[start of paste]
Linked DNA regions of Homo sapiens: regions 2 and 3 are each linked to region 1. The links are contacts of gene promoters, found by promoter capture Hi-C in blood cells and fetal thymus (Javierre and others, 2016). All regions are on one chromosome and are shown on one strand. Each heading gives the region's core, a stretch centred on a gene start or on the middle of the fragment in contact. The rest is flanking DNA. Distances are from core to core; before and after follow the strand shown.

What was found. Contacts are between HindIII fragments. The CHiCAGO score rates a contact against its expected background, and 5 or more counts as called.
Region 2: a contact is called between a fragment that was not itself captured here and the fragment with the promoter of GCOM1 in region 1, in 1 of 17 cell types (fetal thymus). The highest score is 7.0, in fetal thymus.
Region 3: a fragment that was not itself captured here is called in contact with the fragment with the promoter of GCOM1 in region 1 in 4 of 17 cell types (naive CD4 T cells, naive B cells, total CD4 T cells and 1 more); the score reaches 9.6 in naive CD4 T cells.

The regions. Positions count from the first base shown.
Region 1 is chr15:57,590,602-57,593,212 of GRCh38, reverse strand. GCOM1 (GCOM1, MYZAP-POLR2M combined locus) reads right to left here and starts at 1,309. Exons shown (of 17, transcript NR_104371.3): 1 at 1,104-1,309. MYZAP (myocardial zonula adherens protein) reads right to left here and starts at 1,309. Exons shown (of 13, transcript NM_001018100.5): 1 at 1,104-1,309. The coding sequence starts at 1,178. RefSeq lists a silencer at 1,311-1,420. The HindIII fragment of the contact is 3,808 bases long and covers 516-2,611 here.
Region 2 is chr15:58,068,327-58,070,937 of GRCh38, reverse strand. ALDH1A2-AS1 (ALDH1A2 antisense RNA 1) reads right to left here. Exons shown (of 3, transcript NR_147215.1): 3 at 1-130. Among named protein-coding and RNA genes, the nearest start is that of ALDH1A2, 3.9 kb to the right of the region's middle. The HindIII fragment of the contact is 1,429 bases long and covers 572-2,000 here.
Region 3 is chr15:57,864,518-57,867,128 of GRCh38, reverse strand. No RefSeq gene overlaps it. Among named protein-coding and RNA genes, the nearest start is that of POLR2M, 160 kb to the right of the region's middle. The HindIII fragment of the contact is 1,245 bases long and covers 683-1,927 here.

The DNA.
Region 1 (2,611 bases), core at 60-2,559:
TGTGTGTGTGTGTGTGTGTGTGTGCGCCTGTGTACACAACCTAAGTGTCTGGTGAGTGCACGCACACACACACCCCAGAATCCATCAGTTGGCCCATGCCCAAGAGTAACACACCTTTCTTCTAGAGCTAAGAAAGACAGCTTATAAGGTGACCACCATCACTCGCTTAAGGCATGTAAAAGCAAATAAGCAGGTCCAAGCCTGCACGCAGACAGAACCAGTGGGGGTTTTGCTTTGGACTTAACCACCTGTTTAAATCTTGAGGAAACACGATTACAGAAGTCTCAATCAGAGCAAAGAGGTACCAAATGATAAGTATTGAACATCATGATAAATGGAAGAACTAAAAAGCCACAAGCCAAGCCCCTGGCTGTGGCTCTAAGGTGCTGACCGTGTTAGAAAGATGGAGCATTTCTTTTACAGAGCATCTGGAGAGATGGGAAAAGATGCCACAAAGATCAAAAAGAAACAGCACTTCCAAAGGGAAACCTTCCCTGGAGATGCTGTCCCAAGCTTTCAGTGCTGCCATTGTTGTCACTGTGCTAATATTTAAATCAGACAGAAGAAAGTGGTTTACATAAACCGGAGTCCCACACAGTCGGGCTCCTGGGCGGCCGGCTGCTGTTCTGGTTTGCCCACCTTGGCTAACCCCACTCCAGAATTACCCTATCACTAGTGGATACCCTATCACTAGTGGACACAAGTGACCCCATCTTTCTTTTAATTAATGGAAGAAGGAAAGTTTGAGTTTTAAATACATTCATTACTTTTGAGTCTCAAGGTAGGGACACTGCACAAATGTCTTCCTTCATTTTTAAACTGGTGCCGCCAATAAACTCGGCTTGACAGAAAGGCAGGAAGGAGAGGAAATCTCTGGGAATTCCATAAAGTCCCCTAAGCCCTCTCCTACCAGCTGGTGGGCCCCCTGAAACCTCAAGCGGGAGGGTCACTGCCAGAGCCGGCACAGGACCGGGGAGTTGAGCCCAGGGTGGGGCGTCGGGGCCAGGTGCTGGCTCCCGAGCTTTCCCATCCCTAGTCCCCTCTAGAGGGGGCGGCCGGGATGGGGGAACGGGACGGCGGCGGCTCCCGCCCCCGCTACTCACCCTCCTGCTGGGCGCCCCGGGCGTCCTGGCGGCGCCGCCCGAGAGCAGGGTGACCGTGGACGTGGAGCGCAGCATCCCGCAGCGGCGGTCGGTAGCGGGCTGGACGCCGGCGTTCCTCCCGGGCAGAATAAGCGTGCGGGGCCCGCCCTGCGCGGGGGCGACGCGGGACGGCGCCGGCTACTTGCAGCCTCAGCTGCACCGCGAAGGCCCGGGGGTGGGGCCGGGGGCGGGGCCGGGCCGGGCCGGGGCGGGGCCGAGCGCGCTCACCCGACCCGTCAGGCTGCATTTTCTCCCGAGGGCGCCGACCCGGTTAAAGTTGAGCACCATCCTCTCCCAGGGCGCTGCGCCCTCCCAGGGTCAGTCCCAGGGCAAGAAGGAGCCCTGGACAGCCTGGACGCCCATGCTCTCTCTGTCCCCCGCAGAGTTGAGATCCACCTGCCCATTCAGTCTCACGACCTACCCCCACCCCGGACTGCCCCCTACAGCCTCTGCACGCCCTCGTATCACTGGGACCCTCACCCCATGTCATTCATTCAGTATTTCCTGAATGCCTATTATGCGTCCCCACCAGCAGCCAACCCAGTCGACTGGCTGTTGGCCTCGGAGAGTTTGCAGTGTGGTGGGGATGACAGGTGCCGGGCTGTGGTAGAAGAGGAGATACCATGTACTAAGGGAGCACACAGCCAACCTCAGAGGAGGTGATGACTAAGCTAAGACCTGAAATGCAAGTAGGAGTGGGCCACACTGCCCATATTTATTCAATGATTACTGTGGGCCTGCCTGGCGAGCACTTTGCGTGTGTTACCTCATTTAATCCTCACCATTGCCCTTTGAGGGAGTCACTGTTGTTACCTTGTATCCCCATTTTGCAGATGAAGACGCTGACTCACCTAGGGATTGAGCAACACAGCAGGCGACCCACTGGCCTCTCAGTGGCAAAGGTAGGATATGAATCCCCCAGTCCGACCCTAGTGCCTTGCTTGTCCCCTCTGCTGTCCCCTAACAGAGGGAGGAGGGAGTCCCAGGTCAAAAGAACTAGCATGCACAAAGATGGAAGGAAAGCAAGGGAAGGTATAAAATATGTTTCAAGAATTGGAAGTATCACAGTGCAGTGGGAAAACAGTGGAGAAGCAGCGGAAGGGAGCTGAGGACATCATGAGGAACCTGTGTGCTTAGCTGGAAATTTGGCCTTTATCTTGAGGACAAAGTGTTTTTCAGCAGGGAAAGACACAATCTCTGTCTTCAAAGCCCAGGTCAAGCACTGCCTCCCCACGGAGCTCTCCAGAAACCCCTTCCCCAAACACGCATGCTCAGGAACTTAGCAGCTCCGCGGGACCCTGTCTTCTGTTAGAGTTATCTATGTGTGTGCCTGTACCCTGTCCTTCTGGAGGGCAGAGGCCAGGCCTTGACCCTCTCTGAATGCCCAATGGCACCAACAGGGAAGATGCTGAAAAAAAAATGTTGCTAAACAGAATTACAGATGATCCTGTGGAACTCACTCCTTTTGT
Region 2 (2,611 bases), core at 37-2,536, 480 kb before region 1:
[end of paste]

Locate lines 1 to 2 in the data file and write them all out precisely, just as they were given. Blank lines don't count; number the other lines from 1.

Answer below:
Linked DNA regions of Homo sapiens: regions 2 and 3 are each linked to region 1. The links are contacts of gene promoters, found by promoter capture Hi-C in blood cells and fetal thymus (Javierre and others, 2016). All regions are on one chromosome and are shown on one strand. Each heading gives the region's core, a stretch centred on a gene start or on the middle of the fragment in contact. The rest is flanking DNA. Distances are from core to core; before and after follow the strand shown.

What was found. Contacts are between HindIII fragments. The CHiCAGO score rates a contact against its expected background, and 5 or more counts as called.